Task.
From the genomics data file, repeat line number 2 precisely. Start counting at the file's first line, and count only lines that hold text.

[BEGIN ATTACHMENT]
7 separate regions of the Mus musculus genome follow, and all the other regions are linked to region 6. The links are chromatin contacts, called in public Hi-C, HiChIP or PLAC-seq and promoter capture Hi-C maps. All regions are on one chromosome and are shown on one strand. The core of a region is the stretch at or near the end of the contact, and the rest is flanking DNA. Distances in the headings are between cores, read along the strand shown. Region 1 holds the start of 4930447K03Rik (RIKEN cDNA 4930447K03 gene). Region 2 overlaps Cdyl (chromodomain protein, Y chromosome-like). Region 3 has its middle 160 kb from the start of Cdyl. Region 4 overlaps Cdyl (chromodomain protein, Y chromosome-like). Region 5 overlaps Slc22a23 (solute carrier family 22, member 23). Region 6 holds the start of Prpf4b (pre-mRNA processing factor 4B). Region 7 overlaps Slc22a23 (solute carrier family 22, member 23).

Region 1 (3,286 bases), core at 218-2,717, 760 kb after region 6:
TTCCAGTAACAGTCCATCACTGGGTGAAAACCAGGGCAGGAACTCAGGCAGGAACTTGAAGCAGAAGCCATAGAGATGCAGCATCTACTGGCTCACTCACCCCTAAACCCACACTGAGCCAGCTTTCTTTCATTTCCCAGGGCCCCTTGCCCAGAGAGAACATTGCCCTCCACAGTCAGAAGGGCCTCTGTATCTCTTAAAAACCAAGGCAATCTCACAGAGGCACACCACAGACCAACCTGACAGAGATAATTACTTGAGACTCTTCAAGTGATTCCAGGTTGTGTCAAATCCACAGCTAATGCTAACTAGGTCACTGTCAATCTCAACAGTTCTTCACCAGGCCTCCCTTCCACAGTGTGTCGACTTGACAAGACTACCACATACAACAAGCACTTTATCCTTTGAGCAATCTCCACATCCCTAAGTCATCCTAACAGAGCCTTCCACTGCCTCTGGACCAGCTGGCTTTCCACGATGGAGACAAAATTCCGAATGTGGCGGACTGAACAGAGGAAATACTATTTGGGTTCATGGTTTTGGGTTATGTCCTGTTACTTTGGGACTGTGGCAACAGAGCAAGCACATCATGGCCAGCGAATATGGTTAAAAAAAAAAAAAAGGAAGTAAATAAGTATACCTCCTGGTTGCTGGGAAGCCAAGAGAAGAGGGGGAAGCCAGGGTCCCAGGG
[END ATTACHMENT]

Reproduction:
Region 1 (3,286 bases), core at 218-2,717, 760 kb after region 6: